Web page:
The term “patent troll” is controversial to say the least. Some would say that its mere existence is an attempt at propaganda meant to belittle patent holders. The terms “non-practicing entity” (NPE) and “patent assertion entity” (PAE) take more of a neutral stance, but the incendiary term “troll,” with its warty, ugly connotation, has taken hold in the public consciousness.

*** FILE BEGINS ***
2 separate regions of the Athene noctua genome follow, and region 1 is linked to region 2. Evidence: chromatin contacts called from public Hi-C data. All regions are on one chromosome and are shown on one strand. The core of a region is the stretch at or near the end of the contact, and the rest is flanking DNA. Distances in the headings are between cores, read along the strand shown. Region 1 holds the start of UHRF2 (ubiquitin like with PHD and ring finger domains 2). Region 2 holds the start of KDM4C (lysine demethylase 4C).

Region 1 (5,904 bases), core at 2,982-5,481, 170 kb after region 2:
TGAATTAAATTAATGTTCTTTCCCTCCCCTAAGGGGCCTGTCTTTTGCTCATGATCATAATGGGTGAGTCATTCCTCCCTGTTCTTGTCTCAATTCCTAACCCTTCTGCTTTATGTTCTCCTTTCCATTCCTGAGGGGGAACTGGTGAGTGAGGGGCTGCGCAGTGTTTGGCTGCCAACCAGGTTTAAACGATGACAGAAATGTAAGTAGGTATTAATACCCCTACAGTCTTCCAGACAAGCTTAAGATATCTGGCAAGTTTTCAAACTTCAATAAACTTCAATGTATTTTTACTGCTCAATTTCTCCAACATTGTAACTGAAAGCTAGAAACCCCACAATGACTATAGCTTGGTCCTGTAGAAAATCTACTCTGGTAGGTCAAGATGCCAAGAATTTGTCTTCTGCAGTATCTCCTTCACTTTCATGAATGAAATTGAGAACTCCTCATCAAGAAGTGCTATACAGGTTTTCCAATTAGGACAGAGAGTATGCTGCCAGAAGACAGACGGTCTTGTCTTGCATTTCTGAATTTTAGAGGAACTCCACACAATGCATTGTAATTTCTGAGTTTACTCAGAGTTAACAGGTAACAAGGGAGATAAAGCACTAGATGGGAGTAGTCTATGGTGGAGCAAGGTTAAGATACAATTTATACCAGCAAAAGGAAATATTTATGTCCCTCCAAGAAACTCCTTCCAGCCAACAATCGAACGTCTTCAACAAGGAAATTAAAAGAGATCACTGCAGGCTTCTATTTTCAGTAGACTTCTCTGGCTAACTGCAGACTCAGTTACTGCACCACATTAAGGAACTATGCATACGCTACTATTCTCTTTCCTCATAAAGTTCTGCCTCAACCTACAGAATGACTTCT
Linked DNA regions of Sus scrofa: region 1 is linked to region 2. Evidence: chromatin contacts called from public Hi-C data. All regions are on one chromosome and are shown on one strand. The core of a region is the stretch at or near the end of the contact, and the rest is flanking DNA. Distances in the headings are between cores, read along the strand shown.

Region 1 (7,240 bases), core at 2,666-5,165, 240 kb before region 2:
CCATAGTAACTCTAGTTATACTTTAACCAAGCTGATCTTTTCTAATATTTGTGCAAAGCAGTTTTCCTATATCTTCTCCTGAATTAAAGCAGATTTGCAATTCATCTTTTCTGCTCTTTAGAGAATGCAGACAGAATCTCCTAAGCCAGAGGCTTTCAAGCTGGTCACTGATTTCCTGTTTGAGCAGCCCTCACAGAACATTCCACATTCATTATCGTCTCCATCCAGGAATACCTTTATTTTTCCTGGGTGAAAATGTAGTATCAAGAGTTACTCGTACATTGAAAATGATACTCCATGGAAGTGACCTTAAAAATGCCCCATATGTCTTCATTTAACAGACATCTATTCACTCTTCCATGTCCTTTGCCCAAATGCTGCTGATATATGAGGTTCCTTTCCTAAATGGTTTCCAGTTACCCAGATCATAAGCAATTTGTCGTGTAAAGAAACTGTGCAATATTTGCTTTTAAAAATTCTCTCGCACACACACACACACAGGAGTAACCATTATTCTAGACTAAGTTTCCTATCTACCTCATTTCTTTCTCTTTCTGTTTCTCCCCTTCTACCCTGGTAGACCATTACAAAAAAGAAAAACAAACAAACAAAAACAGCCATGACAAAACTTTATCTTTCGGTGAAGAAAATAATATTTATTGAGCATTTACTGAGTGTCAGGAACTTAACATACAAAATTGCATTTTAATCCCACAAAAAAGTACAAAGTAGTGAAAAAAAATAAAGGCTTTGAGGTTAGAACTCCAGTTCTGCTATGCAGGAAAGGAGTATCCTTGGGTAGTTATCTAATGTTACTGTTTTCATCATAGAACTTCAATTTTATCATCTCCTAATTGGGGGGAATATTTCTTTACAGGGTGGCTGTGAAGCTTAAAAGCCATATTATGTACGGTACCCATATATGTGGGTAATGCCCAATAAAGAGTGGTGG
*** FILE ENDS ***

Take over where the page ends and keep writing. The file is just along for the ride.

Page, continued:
And the U.S. government has certainly taken note of the public’s distaste for companies that bring patent suits that are deemed as “troll-like” (or, in some cases, gangster-like). But the federal government tends to move slowly when it comes to intellectual property law, and its unclear whether they will take action to stem the rising tide of patent lawsuits. If the government wishes to put a nail in the coffin of patent trolls, it needs look no further than the European Union, which is adopting a tenant of the British legal system to make truly troll-like suits economically unsound.